> 5) minimal risk of increasing toxic oligomer species as shown with some vaccination methods53

    > 6) possible therapeutic use in prion diseases with the potential to interfere with the spread of PrPRes.

    > No other reported methodologies to produce mAbs to oligomers published thus far, has this unique combination of properties. Hence we believe that our technological approach has the potential to develop tools for the detection, monitoring and treatment of multiple NDD.

    The major thrust of their argument seems to be 1) that their antibodies are more specific to the pathological oligomers, relative to non-pathological forms of the proteins as normally expressed by the cell and 2) that the approach can be broadly applied to multiple NDDs.

    Assuming this is true (not clear to me that it is), this is good – but dose limiting toxicity from on target/off pathology effects is not the driver of clinical failure in NDDs. Unfortunately, this doesn’t move the needle for me very much in terms of confidence that treatment with these antibodies will be better than any other form of targeting Abeta or similar plaque pathologies in other NDDs.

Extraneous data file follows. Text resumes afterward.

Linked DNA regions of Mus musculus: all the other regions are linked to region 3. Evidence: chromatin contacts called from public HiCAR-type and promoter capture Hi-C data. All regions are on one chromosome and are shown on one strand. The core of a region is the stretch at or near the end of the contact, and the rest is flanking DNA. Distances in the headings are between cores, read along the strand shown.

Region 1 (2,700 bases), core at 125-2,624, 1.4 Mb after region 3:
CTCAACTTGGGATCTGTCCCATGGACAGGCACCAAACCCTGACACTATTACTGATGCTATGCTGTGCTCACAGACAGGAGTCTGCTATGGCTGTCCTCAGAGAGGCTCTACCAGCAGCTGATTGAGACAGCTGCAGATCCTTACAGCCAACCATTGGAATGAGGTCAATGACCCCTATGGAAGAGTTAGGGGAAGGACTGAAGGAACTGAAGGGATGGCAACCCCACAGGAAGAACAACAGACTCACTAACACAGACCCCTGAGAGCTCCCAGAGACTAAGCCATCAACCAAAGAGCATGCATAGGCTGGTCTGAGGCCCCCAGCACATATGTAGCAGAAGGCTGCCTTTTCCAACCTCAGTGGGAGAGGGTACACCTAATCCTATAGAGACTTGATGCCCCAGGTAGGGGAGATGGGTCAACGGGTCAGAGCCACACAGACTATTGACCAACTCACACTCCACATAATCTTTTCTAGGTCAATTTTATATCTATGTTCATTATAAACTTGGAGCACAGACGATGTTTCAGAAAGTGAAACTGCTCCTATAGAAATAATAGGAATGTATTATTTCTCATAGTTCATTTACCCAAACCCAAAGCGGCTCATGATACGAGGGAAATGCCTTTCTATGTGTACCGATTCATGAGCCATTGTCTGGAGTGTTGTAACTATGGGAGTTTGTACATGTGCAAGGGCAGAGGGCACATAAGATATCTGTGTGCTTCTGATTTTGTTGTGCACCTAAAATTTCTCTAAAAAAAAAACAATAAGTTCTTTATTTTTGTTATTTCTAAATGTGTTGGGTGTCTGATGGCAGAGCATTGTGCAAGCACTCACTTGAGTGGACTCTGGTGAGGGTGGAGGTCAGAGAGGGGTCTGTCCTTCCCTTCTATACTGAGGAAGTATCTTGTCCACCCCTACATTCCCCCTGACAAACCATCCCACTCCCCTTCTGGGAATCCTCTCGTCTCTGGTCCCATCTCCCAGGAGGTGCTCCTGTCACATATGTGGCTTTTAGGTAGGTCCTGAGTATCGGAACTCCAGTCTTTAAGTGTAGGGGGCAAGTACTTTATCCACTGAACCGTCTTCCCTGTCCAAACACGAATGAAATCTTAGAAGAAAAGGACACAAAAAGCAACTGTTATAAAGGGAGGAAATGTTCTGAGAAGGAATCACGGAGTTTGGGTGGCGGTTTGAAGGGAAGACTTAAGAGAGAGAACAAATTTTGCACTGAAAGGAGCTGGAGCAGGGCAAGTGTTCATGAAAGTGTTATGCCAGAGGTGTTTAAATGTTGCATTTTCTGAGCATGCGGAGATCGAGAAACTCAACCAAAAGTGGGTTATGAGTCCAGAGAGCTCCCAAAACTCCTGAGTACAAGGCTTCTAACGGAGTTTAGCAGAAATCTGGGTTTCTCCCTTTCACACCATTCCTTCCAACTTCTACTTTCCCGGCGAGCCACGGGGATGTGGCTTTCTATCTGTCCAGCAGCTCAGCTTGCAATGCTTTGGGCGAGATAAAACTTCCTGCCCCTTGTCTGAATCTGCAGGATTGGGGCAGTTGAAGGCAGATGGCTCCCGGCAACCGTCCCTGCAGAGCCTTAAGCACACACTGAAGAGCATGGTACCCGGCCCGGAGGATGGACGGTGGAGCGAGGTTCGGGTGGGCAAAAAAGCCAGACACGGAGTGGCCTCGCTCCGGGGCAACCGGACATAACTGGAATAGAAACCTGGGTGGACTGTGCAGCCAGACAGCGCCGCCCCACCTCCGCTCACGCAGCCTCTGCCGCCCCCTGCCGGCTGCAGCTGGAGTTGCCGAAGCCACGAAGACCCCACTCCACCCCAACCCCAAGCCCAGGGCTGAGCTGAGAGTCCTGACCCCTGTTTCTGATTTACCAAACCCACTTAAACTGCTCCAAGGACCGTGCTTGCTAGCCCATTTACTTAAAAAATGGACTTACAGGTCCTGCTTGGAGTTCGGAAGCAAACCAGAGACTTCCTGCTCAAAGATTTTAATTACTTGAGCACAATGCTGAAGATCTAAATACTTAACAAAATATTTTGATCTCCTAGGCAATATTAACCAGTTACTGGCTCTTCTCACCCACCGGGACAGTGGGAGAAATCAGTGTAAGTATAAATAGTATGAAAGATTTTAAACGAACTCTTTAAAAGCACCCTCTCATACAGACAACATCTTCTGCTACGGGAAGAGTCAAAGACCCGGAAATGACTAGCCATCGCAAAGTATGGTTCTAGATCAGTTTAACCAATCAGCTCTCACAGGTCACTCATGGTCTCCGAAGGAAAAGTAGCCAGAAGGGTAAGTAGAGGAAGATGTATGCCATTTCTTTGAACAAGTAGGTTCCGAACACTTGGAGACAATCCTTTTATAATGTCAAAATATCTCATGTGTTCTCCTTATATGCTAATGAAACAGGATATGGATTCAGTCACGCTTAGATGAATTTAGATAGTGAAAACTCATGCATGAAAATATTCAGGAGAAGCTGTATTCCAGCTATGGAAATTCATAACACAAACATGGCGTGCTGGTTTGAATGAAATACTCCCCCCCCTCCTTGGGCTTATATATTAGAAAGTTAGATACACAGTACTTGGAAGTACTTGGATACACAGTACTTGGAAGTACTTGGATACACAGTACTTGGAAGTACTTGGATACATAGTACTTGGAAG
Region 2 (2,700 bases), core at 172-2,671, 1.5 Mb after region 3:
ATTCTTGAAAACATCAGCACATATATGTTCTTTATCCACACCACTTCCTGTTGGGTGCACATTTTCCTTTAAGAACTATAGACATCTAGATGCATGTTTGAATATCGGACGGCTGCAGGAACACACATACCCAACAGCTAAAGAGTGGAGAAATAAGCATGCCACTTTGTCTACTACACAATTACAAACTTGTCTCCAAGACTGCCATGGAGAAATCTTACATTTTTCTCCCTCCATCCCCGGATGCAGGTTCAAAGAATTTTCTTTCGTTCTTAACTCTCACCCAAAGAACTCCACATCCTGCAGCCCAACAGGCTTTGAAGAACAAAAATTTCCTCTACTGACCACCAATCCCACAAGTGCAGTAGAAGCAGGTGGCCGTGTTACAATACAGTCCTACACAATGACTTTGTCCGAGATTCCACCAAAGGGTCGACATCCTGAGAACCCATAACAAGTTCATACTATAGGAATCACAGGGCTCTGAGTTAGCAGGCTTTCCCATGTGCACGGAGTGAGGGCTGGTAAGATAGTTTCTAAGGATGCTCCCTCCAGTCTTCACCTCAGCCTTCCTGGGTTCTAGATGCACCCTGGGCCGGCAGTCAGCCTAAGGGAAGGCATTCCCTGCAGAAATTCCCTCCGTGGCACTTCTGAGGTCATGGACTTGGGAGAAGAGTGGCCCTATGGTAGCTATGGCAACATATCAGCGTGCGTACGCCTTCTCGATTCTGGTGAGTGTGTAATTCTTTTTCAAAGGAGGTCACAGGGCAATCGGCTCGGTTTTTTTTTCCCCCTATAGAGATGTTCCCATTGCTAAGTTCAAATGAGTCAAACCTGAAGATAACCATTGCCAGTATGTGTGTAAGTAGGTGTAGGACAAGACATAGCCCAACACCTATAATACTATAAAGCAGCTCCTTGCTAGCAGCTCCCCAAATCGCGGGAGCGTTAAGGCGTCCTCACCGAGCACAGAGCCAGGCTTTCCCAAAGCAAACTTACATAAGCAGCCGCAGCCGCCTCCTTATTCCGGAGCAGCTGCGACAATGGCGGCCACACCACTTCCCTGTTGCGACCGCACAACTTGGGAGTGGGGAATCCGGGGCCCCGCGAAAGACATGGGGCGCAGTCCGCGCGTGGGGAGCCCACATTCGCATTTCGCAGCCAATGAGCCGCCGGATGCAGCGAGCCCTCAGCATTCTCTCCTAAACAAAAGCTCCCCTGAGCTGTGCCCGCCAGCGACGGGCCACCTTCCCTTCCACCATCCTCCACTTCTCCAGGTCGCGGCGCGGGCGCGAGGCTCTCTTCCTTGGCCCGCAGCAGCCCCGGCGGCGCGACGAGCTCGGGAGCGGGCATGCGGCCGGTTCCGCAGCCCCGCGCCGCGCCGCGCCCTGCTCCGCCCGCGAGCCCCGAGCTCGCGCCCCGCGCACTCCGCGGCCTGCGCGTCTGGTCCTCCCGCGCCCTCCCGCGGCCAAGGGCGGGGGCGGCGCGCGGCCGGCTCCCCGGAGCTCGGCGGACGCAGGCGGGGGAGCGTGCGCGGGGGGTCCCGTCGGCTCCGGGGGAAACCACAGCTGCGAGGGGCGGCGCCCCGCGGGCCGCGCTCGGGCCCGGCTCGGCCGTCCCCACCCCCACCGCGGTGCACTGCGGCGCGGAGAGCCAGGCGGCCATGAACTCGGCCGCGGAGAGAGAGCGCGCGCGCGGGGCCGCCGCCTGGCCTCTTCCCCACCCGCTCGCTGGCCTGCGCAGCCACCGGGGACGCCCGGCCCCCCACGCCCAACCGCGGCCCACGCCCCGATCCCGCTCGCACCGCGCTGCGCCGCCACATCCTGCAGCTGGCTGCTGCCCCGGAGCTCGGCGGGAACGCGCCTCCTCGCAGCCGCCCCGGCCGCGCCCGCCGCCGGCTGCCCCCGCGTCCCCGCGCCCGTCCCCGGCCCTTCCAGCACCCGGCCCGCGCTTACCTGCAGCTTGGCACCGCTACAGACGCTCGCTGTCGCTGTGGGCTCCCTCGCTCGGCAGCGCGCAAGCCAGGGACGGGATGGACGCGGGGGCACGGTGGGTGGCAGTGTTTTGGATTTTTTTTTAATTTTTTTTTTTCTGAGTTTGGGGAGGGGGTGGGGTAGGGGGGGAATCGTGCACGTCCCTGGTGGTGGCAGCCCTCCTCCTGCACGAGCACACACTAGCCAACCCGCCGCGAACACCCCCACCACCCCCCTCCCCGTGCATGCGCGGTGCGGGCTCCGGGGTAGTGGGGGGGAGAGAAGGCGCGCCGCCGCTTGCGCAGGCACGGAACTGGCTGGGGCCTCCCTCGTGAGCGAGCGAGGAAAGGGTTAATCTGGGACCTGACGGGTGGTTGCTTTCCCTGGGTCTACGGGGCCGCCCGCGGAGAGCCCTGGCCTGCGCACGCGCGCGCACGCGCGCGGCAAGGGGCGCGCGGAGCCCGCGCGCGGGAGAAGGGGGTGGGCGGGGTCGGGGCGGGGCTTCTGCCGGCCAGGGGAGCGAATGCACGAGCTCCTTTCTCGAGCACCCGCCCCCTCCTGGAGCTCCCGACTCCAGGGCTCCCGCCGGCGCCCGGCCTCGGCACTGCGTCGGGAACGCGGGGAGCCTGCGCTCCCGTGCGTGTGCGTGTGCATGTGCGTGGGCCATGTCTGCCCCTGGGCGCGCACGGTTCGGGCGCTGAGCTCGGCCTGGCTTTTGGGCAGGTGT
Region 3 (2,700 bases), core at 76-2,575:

• I still check the comments, but I’m happy to see this in /r/science rather than /r/Futurology

  • How do you sign up for a drug trial?

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  • As someone who is subbed here by default and causally browses the sub, would this possibly be beneficial for people who are Huntington’s Disease carriers? I understand HD is similar to those listed in the title. Thanks for reading.

  • Journal reference:

    Production of Monoclonal Antibodies to Pathologic β-sheet Oligomeric Conformers in Neurodegenerative Diseases